10 Common Mistakes When Writing a Memoir
Have you had a long-time dream of writing your memoirs but haven’t known where to start?
Feeling overwhelmed at the thought of writing a book is not uncommon with many published authors. Sharing our stories with people we know can be daunting. Sharing our stories with complete strangers can make us feel vulnerable and often paralyze us from a writing perspective.
It doesn’t have to be so difficult. With some careful thought and preparation, you could soon be writing a manuscript that readers won’t want to put down.
Here are 10 common mistakes writers often make when writing their memoirs, plus some tips to help you on your way to publishing your best seller.
Mistake 1: Over preparing
Sometimes you just have to start without over-preparing. Sit down in front of your computer, or with a good old-fashioned notepad and pen, and write a few dot points for your first chapter. See how your ideas begin to flow. This is often enough preparation to begin.
Another simple preparation idea is to make a chapter list, or contents page, for your book. This can help form your story outline and keep you on track as you begin to write.
Be brave and just do it….write your first chapter. You have nothing to lose and everything to gain.
Mistake 2: Analysis Paralysis
Don’t overthink at any stage of the writing process. The more you analyze what you want to say or even what you have said, the more you will begin to procrastinate.
If you find enough reasons not to write, you will eventually become paralyzed every time you try to start.
Mistake 3: Thinking no one will want to read it
Your story is important. You matter and you may be surprised how your life experiences could change someone’s life. You may be the one person who makes them feel they are not alone. You may help someone avoid negative events and inspire them to pursue goals and form new dreams.
Write for you. It’s cathartic and often life-changing as you relive experiences that have shaped who you are today and who you might want to be tomorrow.
Mistake 4: Not Knowing Your "Why"
It’s important to know “why” you are writing your book. Otherwise, you’ll struggle to find the book’s perspective and purpose.
Knowing “why” you are writing your book should also uncover “who” you are writing it for.
Deciding on your book title can really help you with your “why”. It’s like an anchor if you create a good title. Keep it within eye’s reach as you write your book, to remind you of your theme and your audience.
Mistake 5: Not Knowing "Who" Will Want To Read Your Book
Are you writing to reach a particular group of people?
Are you wanting to raise awareness for a cause?
Knowing your “who,” and keeping it in mind gives you a great sense of purpose as you write. ie: a book about a specific type of trauma, or disease, is for other people facing these issues looking for support and information. Some readers may simply want to read first-hand experiences shared through your story, and perhaps stories of others you might choose to write about.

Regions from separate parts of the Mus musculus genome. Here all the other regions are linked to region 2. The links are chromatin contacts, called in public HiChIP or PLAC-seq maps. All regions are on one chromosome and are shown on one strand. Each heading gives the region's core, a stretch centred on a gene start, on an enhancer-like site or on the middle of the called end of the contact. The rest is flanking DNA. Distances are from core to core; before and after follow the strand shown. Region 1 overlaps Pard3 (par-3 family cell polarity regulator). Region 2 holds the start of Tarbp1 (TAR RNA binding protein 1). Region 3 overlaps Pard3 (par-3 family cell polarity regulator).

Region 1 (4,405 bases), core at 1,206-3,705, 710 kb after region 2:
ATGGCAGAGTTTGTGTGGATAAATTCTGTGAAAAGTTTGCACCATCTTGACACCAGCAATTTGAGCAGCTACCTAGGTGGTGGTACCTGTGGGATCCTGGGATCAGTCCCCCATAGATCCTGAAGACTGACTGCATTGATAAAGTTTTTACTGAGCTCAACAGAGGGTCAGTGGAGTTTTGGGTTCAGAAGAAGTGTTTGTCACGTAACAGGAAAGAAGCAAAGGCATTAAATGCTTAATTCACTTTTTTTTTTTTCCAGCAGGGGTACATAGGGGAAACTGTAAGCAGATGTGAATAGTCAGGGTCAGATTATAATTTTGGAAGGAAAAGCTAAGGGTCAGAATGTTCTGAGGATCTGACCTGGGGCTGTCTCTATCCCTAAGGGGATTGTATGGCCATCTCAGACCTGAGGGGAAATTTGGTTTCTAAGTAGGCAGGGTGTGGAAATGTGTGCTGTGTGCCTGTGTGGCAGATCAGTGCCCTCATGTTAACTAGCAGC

Mistake 6: Thinking it will take too much time
Unless you have a publishing deadline, there is no time limit. You can take as long as you like. This is your book. You set the timeline.
Setting aside a few hours each week to write, if you work better with a schedule, might ensure you feel you are on your way to achieving your literary goal.
Mistake 7: Not Setting Goals
While over preparing can prevent your creativity, not having some goals can cause procrastination to fester.
It’s important to celebrate your achievements.
Setting a goal to complete a chapter is cause to be excited when it’s completed. Go and enjoy your favorite meal and a movie, or have a fun night out with friends.
Goals help keep the writing momentum going.
Mistake 8: Choosing a tense and sticking with it
THIS IS A BIG ONE!!
This is the number ONE issue our editors face when working with a book.
Do you want your book in the present or past tense?
Make your decision and stick to it throughout the book.
It can be so easy to slip between the two, so keep an eye on this all the time.
Mistake 9: Including too much of your whole life story and not specifically what pertains to your chosen memoir topic
Make sure you stick to your topic and limit extra information so you don’t overwhelm the reader. Your train of thought needs to be clear. If your story seems scattered, you have told too much.
Readers need to know everything about specific moments relating to “why” and the connecting experiences, but not your WHOLE LIFE STORY all at once.
Mistake 10: Writing in the voice of who you think people want to hear.
Be authentic. Your voice matters. If you try to write like someone else your readers will soon realize something isn’t quite connecting.
Write as you would speak to someone you trust and feel safe with. Doing this helps you be authentic and open.
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Above all else, remember your story matters and you matter. You are writing your memoirs because you know you have an important story to tell and we definitely want to read it!
Written by Samantha Moss
Samantha Moss is a retired management executive, writer, podcaster, and IWP-published author of My Medical Musings. She uses her writing talent to provide support and encouragement for those living with chronic illness via her own blog and online support forum. She is a passionate patient advocate, raising awareness about what it is like living with chronic disease and how it is possible to find new ways to live a full and rewarding life.